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Old 12-23-2008, 12:46 PM
 
Location: East Tennessee and Atlanta
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Today's USA Today newspaper has a good article, in reference to the Sun Belt showing signs of losing its appeal and population growth, that began to surge in the 1980s.

A good list of each state and its population percentage/raw numbers is also included in the article:

Census estimates point to end of Sun Belt's population boom - USATODAY.com
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Old 12-23-2008, 01:05 PM
 
Location: SF Bay Area
15,470 posts, read 25,453,769 times
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I don't see this as some long term trend, it generally seems to be a direct effect of the housing downturn and economy, which is only temporary. Just look at the mess in states like AZ, FL, and NV; who wouldn't expect some major effects from that? Once the economy picks up the South and Southwest will still be an attractive place to relocate for the same reasons it has been for a while. Unless the taxes, regulation, and cost of living goes down in the Northern states and jobs magically appear in rust belt cities I don't see the long term trend of migration southward stopping anytime soon, just slowing for the time being.

The only thing they need to do is have better planning and control of their development so they don't repeat the same mistakes of other cities like LA.
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Old 12-23-2008, 01:22 PM
 
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I don't see how the Sunbelt boom is over. A lot of Sunbelt states had a large increase. Northern states had small increases.
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Old 12-23-2008, 01:42 PM
 
Location: metro ATL
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I think the title of that article is a bit misleading. Florida and Nevada were two states hit hardest during the housing crisis, and actually Florida has a lot of "halfbacks" leaving--those who are originally from the North, but are moving to places like the Carolinas. A lot of the growth that Nevada was getting has now shifted to Arizona. I expect more growth in the interior Western states.
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Old 12-23-2008, 02:00 PM
 
Location: Crown Town
2,742 posts, read 5,998,336 times
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Quote:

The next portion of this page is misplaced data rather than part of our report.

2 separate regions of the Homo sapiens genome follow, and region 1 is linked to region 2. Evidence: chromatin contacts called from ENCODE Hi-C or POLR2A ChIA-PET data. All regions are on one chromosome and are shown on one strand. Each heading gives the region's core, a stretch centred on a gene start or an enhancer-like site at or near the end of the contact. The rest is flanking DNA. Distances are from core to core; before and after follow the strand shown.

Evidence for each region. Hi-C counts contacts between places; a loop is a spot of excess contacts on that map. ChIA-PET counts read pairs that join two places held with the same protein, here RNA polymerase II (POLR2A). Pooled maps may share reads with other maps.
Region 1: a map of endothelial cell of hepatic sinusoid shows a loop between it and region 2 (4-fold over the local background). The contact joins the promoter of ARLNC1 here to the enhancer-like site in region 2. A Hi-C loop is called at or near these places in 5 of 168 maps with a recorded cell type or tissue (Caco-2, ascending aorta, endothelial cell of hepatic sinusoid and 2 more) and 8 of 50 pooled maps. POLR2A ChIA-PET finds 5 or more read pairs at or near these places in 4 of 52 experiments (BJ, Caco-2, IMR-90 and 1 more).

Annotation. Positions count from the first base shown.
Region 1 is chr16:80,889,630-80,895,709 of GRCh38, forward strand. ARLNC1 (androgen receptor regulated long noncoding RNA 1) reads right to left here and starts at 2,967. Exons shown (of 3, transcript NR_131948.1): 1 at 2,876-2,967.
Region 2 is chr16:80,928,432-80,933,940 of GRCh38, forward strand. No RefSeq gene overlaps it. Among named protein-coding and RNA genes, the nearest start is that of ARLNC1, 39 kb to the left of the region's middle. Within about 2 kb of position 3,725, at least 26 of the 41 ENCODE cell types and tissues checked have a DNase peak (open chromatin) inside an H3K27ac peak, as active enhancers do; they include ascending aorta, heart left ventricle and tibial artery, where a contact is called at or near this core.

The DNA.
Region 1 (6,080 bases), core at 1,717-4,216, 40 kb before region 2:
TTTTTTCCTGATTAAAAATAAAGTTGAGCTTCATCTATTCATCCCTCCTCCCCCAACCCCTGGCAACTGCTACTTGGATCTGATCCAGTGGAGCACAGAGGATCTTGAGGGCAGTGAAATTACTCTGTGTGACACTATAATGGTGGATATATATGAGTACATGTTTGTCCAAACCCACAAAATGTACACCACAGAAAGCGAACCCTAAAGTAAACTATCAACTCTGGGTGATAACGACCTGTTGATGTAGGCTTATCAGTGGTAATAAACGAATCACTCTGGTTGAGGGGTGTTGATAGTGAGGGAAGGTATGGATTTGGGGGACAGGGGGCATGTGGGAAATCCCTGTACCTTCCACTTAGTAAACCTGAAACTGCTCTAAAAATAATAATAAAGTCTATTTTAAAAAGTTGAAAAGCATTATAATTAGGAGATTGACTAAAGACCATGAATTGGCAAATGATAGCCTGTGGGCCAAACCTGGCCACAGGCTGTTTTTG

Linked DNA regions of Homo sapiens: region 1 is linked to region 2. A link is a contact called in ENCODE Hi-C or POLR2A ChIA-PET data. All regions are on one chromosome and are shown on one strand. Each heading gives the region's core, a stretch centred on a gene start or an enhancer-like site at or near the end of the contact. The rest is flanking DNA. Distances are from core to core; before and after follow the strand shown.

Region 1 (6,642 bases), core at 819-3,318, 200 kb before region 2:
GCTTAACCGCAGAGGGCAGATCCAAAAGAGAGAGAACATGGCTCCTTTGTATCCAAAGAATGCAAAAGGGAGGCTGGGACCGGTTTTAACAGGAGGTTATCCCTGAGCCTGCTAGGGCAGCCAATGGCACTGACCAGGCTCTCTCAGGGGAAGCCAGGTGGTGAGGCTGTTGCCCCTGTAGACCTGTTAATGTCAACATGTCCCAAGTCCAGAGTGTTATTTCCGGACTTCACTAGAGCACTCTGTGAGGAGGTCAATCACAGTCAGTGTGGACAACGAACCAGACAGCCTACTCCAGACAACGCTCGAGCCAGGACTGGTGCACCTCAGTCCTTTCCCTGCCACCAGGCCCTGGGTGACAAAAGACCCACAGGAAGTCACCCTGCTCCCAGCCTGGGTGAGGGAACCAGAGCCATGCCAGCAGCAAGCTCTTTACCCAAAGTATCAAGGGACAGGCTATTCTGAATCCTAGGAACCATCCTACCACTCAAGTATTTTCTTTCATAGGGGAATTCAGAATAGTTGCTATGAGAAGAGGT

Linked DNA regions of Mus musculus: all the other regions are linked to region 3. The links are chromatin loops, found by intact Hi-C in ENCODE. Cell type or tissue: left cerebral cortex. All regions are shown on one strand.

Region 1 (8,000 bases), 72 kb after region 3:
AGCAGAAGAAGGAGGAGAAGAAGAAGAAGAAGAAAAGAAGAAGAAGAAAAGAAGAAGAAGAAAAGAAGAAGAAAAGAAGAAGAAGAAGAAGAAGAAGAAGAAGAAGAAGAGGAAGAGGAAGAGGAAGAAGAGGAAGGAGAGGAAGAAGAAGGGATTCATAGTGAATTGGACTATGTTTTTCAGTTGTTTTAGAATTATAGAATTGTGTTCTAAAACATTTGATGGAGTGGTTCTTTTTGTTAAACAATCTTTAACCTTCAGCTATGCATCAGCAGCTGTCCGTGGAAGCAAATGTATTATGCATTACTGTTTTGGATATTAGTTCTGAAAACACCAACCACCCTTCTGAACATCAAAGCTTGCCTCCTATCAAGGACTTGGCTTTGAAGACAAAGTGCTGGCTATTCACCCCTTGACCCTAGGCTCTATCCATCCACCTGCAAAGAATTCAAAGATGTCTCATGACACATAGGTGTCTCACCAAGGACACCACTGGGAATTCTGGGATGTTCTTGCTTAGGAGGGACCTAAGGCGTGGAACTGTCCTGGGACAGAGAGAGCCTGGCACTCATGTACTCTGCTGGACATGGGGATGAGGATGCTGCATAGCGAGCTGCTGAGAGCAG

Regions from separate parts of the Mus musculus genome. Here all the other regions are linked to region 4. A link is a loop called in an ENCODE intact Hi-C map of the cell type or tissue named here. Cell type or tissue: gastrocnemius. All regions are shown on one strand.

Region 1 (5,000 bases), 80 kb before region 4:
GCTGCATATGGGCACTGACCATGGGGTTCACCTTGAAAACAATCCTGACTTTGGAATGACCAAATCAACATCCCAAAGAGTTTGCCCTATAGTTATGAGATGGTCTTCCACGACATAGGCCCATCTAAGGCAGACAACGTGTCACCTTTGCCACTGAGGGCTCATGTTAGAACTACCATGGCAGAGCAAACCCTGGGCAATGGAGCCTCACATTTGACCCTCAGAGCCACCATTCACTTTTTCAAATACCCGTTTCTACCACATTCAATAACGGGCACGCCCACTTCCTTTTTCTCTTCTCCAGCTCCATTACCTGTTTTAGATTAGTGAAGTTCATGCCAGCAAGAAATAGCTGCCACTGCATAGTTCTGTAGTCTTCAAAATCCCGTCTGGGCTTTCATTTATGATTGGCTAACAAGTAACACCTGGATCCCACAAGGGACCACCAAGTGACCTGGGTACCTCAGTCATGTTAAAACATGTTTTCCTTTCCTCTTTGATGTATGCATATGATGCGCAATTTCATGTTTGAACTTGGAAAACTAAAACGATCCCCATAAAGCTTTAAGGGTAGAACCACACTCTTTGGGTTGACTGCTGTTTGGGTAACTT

Originally Posted by jjbradleynyc View Post
Today's USA Today newspaper has a good article, in reference to the Sun Belt showing signs of losing its appeal and population growth, that began to surge in the 1980s.

A good list of each state and its population percentage/raw numbers is also included in the article:

Census estimates point to end of Sun Belt's population boom - USATODAY.com
The part I bolded above was not in the article. We won't see the sunbelt lose it's "appeal" in our lifetime. The Northeast and Midwest will never see growth like the Sunbelt and Western states. What would be their appeal? Once the economy turns, the migration wave will pick up in full steam. And its hard to say there's been any type of decline when the fastest growing states are still in the Sunbelt, WTF?????

Last edited by Carolina Blue; 12-23-2008 at 02:12 PM..
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Old 12-23-2008, 02:09 PM
 
Location: Fishers, IN
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Quote:
Originally Posted by Carolina Blue View Post
The Northeast and Midwest will never see growth like the Sunbelt and Western states.
Thank God. Explosive growth has its drawbacks.
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Old 12-23-2008, 02:11 PM
 
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People just aren't moving in droves like they were because of the economy. The economy will improve, and people will begin to move again - in droves, away from the misery that they experienced - to new regions...the South and West.
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Old 12-23-2008, 02:12 PM
 
7,848 posts, read 18,287,653 times
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Quote:
Originally Posted by grmasterb View Post
Thank God. Explosive growth has its drawbacks.
Yes it does...most of the drawbacks are to the empty and dying places left behind.
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Old 12-23-2008, 02:12 PM
 
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why is it so challenging for people to figure out that the N.E. has already boomed beyond belief due to immigration and it is now just expanding to the rest of the country?
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Old 12-23-2008, 02:13 PM
 
Location: East Tennessee and Atlanta
3,697 posts, read 8,788,321 times
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Quote:
Originally Posted by Carolina Blue View Post
The part I bolded above was not in the article. We won't see the sunbelt lose it's "appeal" in our lifetime. The Northeast and Midwest will never see growth like the Sunbelt and Western states. What would be their appeal? Once the economy turns, the migration wave will pick up in full steam. And its hard to say there's been any type of decline when the fatest growing states are still in the Sunbelt, WTF?????
Don't be so dramatic. Bad choice of words on my part.

I agree that the article is somewhat misleading. My wording of what was in the article was typed quickly, so I didn't think it through as well as I should've.
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